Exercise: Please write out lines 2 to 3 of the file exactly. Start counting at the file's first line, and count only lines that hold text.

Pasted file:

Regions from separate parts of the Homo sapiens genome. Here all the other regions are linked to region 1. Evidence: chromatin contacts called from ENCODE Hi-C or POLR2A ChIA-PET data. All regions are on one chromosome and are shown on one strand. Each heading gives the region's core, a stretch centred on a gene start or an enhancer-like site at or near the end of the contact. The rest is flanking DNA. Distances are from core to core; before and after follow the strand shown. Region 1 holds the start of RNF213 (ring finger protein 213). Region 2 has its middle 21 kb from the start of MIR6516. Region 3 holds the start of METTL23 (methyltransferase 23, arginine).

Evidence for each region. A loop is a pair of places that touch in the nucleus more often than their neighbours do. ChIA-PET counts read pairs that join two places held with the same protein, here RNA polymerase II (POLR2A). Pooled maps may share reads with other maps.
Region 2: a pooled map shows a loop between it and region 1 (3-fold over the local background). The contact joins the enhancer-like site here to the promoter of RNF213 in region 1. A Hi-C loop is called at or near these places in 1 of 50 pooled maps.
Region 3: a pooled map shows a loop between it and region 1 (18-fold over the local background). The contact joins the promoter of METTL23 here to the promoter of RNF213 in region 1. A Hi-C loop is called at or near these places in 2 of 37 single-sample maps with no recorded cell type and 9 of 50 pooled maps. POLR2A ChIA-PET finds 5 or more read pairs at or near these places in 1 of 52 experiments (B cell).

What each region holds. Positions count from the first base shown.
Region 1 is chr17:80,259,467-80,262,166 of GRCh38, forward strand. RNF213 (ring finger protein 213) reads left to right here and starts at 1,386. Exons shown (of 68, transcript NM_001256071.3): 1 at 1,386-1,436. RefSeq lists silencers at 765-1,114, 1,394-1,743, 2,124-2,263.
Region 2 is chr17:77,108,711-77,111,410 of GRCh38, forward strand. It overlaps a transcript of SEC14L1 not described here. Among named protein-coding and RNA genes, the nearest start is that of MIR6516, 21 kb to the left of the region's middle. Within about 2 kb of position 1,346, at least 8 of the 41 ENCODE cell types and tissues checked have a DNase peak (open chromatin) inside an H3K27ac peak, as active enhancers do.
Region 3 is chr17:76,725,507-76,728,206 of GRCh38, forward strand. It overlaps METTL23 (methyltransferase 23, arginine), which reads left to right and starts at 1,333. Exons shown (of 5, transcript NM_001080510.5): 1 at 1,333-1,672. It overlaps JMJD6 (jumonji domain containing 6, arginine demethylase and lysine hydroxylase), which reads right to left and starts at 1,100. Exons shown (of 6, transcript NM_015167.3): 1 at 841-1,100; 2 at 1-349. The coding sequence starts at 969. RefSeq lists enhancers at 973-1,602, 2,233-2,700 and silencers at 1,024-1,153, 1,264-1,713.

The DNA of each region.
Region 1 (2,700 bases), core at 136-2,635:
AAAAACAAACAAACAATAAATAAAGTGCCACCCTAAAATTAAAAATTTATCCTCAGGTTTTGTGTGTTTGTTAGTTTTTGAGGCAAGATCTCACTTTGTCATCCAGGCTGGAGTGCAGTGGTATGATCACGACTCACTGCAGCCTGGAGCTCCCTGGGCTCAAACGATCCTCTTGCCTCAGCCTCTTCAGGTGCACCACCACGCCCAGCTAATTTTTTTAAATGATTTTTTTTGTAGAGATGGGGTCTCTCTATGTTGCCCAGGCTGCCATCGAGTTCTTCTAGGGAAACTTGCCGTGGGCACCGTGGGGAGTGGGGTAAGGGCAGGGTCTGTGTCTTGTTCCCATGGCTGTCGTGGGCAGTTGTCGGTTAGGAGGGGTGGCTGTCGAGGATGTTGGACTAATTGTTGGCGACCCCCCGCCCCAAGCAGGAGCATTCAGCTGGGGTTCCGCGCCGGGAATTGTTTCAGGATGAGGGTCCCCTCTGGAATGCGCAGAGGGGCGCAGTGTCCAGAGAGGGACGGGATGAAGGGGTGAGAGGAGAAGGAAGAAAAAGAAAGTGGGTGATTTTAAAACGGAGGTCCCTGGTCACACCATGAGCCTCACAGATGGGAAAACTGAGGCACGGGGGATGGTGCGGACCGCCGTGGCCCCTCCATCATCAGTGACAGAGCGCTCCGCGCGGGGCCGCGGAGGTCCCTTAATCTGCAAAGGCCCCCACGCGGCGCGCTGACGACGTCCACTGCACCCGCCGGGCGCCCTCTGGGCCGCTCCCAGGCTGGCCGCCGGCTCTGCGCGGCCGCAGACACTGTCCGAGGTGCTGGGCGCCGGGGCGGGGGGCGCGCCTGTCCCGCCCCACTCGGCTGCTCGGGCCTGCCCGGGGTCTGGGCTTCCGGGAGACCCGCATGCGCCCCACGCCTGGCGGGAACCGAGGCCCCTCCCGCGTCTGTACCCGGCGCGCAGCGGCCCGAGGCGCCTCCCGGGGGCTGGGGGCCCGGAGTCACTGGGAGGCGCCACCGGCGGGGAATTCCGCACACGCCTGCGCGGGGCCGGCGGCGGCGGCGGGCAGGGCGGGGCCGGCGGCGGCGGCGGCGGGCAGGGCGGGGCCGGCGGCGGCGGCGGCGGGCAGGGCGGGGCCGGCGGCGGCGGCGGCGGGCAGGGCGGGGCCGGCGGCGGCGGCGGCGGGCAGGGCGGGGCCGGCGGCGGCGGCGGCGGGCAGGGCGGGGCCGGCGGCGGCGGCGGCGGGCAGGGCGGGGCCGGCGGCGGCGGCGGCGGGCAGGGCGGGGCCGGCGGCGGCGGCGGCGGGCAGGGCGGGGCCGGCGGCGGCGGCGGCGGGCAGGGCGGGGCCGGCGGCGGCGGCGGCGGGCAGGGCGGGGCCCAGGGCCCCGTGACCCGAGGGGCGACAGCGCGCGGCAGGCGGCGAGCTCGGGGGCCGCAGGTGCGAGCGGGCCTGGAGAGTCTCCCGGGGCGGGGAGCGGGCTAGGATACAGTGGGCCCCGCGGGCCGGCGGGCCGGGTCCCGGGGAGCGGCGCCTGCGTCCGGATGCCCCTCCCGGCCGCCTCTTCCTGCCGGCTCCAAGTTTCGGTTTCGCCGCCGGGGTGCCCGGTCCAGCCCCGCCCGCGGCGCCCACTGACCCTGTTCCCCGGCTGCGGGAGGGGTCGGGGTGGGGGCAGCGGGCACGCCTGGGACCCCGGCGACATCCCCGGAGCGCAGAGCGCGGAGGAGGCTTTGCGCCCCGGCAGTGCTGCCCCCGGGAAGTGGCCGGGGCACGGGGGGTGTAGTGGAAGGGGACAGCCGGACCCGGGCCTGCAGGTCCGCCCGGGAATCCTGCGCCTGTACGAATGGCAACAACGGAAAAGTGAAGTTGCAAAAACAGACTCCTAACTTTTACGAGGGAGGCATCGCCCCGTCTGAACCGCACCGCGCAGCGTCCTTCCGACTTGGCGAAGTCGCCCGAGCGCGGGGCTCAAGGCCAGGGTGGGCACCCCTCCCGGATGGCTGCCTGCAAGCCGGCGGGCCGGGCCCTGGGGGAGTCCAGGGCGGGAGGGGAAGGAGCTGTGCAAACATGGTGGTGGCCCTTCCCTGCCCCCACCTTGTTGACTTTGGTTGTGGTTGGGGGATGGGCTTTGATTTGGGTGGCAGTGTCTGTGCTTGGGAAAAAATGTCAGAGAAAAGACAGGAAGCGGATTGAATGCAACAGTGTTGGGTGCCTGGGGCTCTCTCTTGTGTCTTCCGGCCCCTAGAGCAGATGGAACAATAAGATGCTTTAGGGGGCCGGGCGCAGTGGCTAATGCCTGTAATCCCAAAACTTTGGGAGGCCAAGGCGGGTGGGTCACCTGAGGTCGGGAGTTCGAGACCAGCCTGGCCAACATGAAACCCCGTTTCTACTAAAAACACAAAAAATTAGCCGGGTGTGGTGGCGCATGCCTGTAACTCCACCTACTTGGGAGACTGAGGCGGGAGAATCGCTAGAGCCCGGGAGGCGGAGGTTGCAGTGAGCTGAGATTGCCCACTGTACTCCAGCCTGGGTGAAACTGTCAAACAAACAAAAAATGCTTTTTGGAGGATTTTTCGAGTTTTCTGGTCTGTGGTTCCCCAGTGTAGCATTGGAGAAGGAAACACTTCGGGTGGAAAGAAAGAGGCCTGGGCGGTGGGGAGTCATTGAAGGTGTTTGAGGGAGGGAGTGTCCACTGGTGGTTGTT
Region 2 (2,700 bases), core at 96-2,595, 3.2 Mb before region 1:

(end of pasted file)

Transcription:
Evidence for each region. A loop is a pair of places that touch in the nucleus more often than their neighbours do. ChIA-PET counts read pairs that join two places held with the same protein, here RNA polymerase II (POLR2A). Pooled maps may share reads with other maps.
Region 2: a pooled map shows a loop between it and region 1 (3-fold over the local background). The contact joins the enhancer-like site here to the promoter of RNF213 in region 1. A Hi-C loop is called at or near these places in 1 of 50 pooled maps.